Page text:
- Filing Returns for Deceased Taxpayers
- Claiming a Refund Due a Deceased Taxpayer
- Utah Fiduciary and Trust Taxes
- Utah Inheritance Taxes
Utah income taxes follow federal requirements for filing returns for deceased individuals. First determine which type of Federal return you are required to file, and then determine the corresponding Utah return.
- Federal 1040 series filers must file a Utah TC-40
- Federal 1041 series filers must file a Utah TC-41
- Federal 706 series filers do not need to file a Utah return
A return must be filed for a deceased individual who would have been required to file a Utah income tax return. The personal representative, executor, administrator, legal representative, or survivor must sign and file the final return and any other returns still due.
See TC-40, Utah Individual Income Tax and instructions or consult a tax preparer to determine whether a return is required.
If you are filing on behalf of a taxpayer who died in 2014 or 2015 before filing their return, write "DECEASED" in the signature block. Enter the deceased person's name and Social Security number and your mailing address and telephone number on page 1 of the return. On page 3 of TC-40, enter the date of death of the taxpayer and/or spouse shown on page 1 of the return, whichever applies.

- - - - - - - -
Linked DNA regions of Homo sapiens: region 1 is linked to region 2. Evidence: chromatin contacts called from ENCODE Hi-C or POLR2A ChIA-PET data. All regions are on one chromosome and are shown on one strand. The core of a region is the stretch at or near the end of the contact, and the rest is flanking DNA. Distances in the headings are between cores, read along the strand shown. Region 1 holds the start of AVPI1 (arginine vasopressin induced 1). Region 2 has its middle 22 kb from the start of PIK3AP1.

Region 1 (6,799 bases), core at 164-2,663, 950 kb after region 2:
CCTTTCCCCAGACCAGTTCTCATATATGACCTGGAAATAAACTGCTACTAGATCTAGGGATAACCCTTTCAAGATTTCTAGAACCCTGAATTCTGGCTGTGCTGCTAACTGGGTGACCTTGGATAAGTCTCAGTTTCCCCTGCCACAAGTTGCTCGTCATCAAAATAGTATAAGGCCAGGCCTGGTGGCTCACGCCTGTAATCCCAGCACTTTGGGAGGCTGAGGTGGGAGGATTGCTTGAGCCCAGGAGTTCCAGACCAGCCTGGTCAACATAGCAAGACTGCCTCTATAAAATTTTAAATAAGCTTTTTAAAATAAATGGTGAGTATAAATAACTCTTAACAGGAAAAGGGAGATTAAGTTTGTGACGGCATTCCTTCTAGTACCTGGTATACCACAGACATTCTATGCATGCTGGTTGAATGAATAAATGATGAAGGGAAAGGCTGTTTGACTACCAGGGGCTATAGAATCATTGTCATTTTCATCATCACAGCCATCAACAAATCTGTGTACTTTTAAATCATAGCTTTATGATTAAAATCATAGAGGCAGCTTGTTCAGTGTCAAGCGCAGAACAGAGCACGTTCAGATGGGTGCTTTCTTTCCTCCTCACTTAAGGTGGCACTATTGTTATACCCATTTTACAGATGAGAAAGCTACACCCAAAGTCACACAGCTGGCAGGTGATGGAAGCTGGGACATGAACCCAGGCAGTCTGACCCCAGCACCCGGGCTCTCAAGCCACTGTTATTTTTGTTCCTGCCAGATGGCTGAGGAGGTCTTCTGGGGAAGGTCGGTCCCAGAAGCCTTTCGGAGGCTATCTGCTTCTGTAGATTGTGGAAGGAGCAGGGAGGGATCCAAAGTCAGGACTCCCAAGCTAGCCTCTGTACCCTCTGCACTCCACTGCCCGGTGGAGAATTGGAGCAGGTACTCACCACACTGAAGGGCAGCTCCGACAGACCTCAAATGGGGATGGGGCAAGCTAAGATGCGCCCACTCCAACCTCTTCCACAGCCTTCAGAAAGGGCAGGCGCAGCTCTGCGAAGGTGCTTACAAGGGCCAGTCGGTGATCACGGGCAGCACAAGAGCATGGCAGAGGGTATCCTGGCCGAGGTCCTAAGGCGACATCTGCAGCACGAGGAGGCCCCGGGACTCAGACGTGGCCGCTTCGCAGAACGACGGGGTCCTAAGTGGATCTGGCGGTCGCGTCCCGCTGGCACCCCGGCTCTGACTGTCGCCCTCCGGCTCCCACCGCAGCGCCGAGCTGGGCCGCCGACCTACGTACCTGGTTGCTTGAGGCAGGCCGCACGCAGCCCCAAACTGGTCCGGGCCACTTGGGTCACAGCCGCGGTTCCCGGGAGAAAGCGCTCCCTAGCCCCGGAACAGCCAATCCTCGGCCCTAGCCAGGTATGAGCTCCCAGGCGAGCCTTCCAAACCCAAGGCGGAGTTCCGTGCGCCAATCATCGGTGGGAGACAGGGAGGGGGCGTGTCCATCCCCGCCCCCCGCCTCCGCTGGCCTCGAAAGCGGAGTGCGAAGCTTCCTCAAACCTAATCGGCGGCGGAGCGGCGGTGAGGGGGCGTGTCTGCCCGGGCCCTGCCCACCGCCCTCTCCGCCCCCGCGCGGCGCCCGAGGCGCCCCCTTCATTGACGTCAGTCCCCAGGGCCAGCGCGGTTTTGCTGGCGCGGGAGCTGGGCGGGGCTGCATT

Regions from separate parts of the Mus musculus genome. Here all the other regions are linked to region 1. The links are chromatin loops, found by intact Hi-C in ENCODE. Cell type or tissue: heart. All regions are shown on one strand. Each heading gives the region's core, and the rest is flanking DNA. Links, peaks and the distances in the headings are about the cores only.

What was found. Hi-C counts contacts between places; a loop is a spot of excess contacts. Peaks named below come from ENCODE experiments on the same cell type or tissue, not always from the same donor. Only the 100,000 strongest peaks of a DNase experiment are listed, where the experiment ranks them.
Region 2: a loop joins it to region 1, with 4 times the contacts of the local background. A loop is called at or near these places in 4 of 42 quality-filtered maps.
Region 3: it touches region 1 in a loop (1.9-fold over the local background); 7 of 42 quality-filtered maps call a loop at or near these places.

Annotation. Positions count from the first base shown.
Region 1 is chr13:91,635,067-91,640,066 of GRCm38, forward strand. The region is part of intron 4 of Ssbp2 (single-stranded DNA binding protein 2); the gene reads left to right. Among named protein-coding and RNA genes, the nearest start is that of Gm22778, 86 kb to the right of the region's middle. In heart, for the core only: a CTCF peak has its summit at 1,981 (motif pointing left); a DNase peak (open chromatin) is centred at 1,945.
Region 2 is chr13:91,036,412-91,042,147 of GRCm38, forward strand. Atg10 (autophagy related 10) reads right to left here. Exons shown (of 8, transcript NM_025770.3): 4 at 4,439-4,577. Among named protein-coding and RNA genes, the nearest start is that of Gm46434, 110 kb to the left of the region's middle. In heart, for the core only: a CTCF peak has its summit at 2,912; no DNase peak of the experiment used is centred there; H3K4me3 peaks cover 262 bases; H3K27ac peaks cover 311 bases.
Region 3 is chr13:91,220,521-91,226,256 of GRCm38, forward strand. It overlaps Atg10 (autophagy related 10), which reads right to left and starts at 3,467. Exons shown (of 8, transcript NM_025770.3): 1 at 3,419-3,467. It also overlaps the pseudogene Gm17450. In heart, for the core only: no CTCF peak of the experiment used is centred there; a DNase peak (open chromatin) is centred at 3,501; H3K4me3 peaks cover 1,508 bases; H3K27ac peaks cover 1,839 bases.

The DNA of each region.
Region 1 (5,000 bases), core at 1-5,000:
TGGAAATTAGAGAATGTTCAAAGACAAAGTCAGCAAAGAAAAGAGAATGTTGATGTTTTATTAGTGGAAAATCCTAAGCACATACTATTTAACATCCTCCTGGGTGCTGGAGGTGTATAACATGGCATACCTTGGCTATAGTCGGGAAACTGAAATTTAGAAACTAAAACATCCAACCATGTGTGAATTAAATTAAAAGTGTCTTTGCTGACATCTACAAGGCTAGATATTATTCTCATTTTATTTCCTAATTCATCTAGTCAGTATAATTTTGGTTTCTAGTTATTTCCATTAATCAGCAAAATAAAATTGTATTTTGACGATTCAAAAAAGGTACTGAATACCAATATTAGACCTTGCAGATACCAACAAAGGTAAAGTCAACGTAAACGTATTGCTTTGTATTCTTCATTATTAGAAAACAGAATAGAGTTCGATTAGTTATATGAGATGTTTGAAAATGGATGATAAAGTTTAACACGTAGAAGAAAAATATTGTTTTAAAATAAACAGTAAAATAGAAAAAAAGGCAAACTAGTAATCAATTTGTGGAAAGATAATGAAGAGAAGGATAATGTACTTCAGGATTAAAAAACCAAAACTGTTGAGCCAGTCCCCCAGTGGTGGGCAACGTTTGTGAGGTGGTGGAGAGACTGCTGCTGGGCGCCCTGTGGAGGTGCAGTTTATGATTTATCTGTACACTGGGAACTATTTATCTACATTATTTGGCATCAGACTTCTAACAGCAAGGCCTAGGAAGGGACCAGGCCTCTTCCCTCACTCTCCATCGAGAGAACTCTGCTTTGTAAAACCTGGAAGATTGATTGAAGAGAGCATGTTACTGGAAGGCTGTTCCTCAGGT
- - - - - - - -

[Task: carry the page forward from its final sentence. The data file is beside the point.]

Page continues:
If a return is not required, but the taxpayer had tax withheld, a return should be filed to get a refund. Persons claiming a refund on behalf of the deceased, other than a surviving spouse, must check the box on the third line of TC-40, page 3, and attach form TC-131, Statement of Person Claiming Refund Due a Deceased Taxpayer, as the first page of the return.
A surviving spouse is not required to file form TC-131 and should not check the box on TC-40, page 3.
If a Federal 1041 series tax return is required to be filed for a Utah resident estate or trust, or on a non-Utah estate or trust with Utah sources of income, the fiduciary of the estate or trust must also file form TC-41, Utah Fiduciary Income Tax Return. For more information about filing a Utah fiduciary return, see Utah Fiduciary Tax Instructions.
The term "fiduciary" means a guardian, trustee, executor, administrator, receiver, conservator, or any person acting in any fiduciary capacity for any individual or entity.
The term "estate" refers only to the estate of a deceased person and does not include a trust maintained for minors, for a person adjudicated incompetent, or for any person who is suffering from a legal disability.
Pass-through withholding requirement: Some Utah estates and trusts are treated as pass-through entities and are required to withhold Utah income tax on distributions to beneficiaries. For more information, see Pub 68, Pass-through Entity Withholding.